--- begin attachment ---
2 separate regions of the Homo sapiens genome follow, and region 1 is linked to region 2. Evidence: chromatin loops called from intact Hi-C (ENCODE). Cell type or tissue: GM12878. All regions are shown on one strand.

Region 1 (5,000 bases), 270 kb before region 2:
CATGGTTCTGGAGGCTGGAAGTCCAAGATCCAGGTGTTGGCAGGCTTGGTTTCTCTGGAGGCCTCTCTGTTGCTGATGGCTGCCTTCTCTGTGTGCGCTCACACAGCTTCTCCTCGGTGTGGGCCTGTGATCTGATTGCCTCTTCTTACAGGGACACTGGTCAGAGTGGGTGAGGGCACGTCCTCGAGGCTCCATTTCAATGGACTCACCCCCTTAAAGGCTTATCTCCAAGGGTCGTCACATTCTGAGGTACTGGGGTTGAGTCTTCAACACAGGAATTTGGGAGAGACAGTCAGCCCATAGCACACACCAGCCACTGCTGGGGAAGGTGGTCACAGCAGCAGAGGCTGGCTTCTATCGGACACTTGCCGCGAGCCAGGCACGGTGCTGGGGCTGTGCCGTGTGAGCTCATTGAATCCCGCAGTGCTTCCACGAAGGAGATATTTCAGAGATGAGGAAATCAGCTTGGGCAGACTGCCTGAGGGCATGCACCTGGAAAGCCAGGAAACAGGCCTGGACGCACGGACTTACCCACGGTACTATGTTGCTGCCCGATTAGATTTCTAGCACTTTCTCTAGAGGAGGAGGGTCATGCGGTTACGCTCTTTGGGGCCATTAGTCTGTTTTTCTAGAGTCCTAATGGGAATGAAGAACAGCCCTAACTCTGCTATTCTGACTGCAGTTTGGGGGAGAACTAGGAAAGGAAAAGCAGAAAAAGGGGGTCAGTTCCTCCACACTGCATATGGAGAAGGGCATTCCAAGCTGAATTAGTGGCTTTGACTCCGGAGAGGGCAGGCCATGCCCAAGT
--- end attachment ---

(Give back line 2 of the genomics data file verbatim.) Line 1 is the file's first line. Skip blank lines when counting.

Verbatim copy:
Region 1 (5,000 bases), 270 kb before region 2: